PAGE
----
Blossoms keep blooming with a Manske in the middle

Blossoms keep blooming with a Manske in the middle
Erica Manske pitcher for the Blooming Prairie Blossoms was a Second Team All-State player last season as a junior and led her team to its first state tournament appearance.

BLOOMING PRAIRIE — Shrewd softball coaches fill out their lineup cards in pencil, especially early in the season, so it’s easier to make changes right up until game time.

But Ali Mach has been able to ‘ink’ in the same last name in the ‘1’ position for as long as she has been coaching at Blooming Prairie.

For the eighth straight season there is a Manske pitching for Blooming Prairie, and the upshot is that the Awesome Blossoms again are a force to be reckoned with in the Gopher Conference and in Section 1A.

Erica Manske is in her fifth season pitching for the Blossoms, and after leading the team to new heights last year, now she is busy knocking down what remain of her older sister Amy’s program pitching records. Amy was Blooming Prairie’s ace for three seasons, from 2004-06.

"I’ve been pretty fortunate to have these two sisters, that’s for sure," said Mach, who arrived in Blooming Prairie and took over the softball program in 2004, the same year that the Manske family moved in from Wisconsin.


Mach already has 120 career wins, and the Manske sisters have combined for 86 of them.

"I was in fifth grade when we moved here, and I wasn’t very happy about it at the time," Erica recalled. "But it worked out well in the end.. I really like it here now."

Amy Manske won 29 games and had about 500 career strikeouts, with a single-season school record 217 K’s in her junior season. She was sidelined by a knee injury as a senior.

Erica stepped in where Amy left off, getting her first varsity pitching win as an eighth-grader and taking on the No. 1 pitcher role as a freshman. Now she’s on pace for 70 career wins and 800 strikeouts.

"Amy was more of a strikeout pitcher; she overpowered batters with her fast ball," Mach explained. "Erica will mix in more pitches and move the ball around more. She definitely likes to challenge batters and tries to fool them."

New heights revisited?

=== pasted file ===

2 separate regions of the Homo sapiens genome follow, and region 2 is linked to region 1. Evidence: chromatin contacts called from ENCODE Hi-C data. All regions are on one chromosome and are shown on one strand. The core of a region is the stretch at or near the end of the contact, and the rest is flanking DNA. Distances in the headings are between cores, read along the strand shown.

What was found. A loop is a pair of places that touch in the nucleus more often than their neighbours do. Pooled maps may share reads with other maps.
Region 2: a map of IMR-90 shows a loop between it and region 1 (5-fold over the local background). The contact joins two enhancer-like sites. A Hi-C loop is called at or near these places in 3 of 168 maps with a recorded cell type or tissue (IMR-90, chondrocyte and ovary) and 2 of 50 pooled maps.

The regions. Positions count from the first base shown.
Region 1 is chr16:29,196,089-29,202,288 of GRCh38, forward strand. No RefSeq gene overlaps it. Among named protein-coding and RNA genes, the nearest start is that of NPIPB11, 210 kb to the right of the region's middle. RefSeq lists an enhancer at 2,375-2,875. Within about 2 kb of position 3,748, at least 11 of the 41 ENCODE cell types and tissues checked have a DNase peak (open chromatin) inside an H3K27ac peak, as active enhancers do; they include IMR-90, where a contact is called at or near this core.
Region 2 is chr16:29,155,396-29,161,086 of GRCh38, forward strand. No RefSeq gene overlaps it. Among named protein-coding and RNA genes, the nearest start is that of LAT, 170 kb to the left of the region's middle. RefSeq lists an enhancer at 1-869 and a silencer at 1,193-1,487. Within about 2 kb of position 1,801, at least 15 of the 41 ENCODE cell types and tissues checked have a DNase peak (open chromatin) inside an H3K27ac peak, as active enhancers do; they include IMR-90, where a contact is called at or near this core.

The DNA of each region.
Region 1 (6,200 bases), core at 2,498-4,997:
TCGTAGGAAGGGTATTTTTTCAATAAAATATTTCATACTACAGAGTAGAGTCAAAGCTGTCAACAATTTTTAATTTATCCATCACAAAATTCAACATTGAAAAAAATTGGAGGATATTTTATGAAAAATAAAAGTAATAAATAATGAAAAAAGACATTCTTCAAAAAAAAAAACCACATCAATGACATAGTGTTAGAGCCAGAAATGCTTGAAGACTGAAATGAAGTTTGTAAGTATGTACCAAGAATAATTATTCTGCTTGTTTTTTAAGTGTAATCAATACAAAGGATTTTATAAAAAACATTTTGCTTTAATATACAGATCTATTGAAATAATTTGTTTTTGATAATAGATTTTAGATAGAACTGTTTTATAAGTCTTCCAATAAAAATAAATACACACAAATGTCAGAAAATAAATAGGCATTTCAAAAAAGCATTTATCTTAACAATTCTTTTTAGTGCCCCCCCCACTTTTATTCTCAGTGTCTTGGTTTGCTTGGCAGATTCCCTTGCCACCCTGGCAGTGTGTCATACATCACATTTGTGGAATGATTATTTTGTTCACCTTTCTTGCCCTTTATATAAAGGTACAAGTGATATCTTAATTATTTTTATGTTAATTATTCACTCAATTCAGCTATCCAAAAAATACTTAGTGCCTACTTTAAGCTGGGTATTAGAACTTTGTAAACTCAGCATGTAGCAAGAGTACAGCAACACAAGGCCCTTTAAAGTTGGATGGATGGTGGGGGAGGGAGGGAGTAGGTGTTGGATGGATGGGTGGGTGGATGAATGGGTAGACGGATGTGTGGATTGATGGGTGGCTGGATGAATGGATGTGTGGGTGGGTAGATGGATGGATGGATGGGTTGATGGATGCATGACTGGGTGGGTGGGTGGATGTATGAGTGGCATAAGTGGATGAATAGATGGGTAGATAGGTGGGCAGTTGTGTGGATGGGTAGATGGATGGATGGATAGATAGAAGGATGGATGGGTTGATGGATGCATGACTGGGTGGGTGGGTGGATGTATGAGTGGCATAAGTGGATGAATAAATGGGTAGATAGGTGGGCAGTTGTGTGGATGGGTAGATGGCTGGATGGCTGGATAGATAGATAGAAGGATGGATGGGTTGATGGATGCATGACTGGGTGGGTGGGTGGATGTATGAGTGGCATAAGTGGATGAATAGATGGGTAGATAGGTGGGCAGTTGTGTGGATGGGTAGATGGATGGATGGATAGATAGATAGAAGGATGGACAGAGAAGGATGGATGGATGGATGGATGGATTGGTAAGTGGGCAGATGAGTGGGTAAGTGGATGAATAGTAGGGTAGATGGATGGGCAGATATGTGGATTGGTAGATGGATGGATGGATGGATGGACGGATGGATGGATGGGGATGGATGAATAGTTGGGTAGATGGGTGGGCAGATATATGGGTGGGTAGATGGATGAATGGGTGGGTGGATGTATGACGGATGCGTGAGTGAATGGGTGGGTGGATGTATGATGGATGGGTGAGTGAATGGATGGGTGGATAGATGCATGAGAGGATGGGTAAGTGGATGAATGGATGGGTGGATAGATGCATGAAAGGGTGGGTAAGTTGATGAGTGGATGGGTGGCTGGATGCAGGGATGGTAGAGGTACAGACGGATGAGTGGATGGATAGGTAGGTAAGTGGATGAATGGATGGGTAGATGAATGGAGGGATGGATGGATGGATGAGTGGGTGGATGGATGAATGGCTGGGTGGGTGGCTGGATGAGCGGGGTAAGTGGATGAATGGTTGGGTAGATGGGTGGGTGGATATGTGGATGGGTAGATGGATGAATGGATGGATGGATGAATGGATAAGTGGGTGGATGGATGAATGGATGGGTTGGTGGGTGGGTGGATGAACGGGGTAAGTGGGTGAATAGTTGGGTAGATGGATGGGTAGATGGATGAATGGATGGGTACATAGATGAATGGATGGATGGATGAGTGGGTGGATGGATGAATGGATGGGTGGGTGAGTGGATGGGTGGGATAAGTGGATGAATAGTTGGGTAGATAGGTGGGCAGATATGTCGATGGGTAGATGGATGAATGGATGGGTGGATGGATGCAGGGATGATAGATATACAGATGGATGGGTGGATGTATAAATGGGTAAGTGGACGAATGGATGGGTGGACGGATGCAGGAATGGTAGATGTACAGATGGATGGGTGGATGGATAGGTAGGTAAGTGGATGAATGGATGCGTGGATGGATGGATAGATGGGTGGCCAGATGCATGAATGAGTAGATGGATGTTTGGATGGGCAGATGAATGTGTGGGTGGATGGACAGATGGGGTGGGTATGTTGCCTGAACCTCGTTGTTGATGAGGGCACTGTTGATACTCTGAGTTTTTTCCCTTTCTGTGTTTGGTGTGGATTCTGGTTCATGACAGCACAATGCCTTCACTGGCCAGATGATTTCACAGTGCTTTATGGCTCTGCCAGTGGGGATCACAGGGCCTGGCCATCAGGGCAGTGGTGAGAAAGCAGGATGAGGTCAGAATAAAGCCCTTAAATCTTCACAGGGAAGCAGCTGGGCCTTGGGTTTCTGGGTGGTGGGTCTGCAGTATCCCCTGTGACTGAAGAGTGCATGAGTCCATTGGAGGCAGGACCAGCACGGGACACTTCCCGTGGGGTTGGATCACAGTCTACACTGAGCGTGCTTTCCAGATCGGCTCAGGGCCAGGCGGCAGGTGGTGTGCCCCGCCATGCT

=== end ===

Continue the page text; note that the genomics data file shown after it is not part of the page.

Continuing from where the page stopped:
Erica notched a program record 20 wins last season, and more notably she rose to the occasion in getting Blooming Prairie to the state tournament for the first time.

Manske was on the mound for a pair of close wins in the Section 1A final four over Hope Lutheran and its star pitcher, Felicia Meyer, who is now at Winona State. Manske pitched a shutout in the final, a 4-0 Blossoms win.


Meyer and Hope Lutheran had ended Blooming Prairie’s season several times in previous seasons, including a pair of 2-0 decisions in the 2009 section final. 

"We really weren’t thinking about state last year, so much as we were focused on beating Hope," Manske said. "We had gotten so close (to state) before, and they kept stopping us; it was fun to finally do it."

Blooming Prairie dropped a pair of 1-run games at the state tournament in North Mankato, and heavy rain and poor field conditions took some of the fun out of both games.

"It was great to get there, but disappointing at the same time," Manske said. "The weather wasn’t exactly ideal, and both of those games we could have won, if we had played better."

Manske and a veteran Blooming Prairie team may get the chance to make amends, although Mach doesn’t like to look too far ahead or voice specific team goals, such as a return to state.

Mach has most of her starters back from a Blossoms team that averaged 7.3 runs and allowed only 1.8 per game. That includes senior shortstop Tayla Jones, who was all-conference and all-section last season, and junior outfielder Tricia DeBoer, a fourth-year starter.

Blooming Prairie is off to a 5-0 start and ranked No. 4 in Class A, and Manske has been dominant so far, with all five wins, a 0.93 ERA and 41 strikeouts in 30 innings. She’s also batting .500 in the No. 2 spot in the order.

Manske plans to keep pitching — and hitting — at Luther College in Decorah, Iowa. But for now she is savoring the familiar view from the pitching rubber in Blooming Prairie.


"Obviously getting back to state would be awesome, but we’re not talking about that," she said. "We just want to have a successful season and keep improving, game to game."


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